More Lunch or Dinner Recipes
Frozen vegetable burgers can be heated in the microwave or grilled. Serve on lightly toasted bun with condiments; or, for a tasty taco, chop and mix with black beans, salsa and guacamole and layer on a heated flour or corn tortilla.

Tortilla pizza is a kids’ dish, unless you like ketchup, too. Spread a thin layer of ketchup across a flour tortilla. Sprinkle with mozzarella and Parmesan cheese, top with pepperoni. Place in the toaster oven and heat until the shell is browned and the cheese bubbly. Tired of tortillas? Use English muffins or white bread. Grownups: Swap ketchup for bottled marinara sauce, top with fresh tomatoes and raw garlic, cut into triangles and serve with salad. Or, make a calzone — stuff pita bread with a blend of ricotta and cottage cheese. Toast, top with heated marinara sauce.

Now that you’re reasonably organized, it’s time to eat! With nothing more than a toaster oven, mini microwave oven, and a quart-sized hot pot, the following dinners will feed a family of four.

Italian Chicken and Red Potatoes
Four chicken breasts (about 2 lbs)
Four medium red potatoes, sliced thin
One bottle of your favorite Italian salad dressing (try Kraft’s Roasted Red Pepper
Italian with Parmesan)
Two cans of green beans, drained
To prepare:
In a large glass bowl that will fit inside your microwave, layer the potatoes on the bottom. Add a thin layer of salad dressing. Place the chicken breasts side by side, on top of the potatoes. Add enough salad dressing to thoroughly coat the chicken. Cover with the beans. Add more salad dressing until well covered, or the bottle is empty. Cover with lid or plastic wrap. Microwave on High 30 to 40 minutes until chicken is white and peels apart easily with a fork.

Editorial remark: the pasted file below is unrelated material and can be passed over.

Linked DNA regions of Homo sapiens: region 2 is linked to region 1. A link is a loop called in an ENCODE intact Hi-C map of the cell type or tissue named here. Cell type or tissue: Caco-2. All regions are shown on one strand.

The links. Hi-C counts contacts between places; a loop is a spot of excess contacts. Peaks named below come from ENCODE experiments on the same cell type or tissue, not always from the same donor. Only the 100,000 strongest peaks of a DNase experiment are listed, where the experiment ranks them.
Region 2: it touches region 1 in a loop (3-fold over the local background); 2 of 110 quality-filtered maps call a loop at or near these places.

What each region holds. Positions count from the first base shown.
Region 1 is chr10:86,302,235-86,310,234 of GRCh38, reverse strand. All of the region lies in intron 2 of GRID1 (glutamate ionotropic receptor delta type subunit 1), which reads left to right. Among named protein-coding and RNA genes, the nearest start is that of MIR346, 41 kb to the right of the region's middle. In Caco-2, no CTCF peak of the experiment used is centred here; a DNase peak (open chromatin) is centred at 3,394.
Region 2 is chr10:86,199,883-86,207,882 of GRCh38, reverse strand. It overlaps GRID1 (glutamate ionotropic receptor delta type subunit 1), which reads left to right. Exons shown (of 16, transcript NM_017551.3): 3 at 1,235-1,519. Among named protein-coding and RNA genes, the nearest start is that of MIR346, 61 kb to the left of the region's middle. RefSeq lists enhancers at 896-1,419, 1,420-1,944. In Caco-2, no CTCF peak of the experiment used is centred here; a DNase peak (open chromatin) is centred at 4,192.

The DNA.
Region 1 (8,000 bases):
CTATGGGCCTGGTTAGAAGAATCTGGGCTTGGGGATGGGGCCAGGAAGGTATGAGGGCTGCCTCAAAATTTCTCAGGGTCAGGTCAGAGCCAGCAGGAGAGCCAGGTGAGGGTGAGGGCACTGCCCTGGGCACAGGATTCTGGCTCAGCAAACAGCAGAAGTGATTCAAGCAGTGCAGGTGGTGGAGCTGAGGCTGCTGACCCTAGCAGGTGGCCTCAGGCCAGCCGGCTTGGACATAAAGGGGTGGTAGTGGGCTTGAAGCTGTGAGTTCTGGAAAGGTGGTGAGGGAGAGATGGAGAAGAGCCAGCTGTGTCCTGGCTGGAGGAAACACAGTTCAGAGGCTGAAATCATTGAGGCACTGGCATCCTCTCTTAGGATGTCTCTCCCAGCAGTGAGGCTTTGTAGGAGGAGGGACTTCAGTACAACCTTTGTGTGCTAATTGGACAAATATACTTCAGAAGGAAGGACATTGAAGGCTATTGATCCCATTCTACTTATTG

Chicken Spaghetti
Four chicken breasts (about 2 lbs) whole or chopped into bite-sized chunks
Large jar of flavored tomato sauce (Prego’s or Paul Newman’s)
Mozzarella and Parmesan cheese
Three packages of Top Ramen noodles, sauce packet discarded
To prepare:
In a large glass bowl that will fit inside your microwave, place the chicken in the bowl, cover thickly with the sauce. Cover with mozzarella cheese. Microwave on High 30 to 40 minutes until chicken is done and peels apart easily with a fork.

While chicken is cooking, prepare the noodles in a hot pot according to package directions. Drain. Keep warm. When the chicken is done, remove it from the microwave and let it stand five minutes before serving. Heat remainder of the sauce in the microwave. Serve chicken, side of noodles and extra sauce, garnish with Parmesan cheese. Don’t forget the pre-made garlic bread — remove it from its foil wrapper and heat it in the toaster oven. You will have to cut the pieces to fit. Add canned or frozen vegetables, or a side salad made from pre-packaged greens.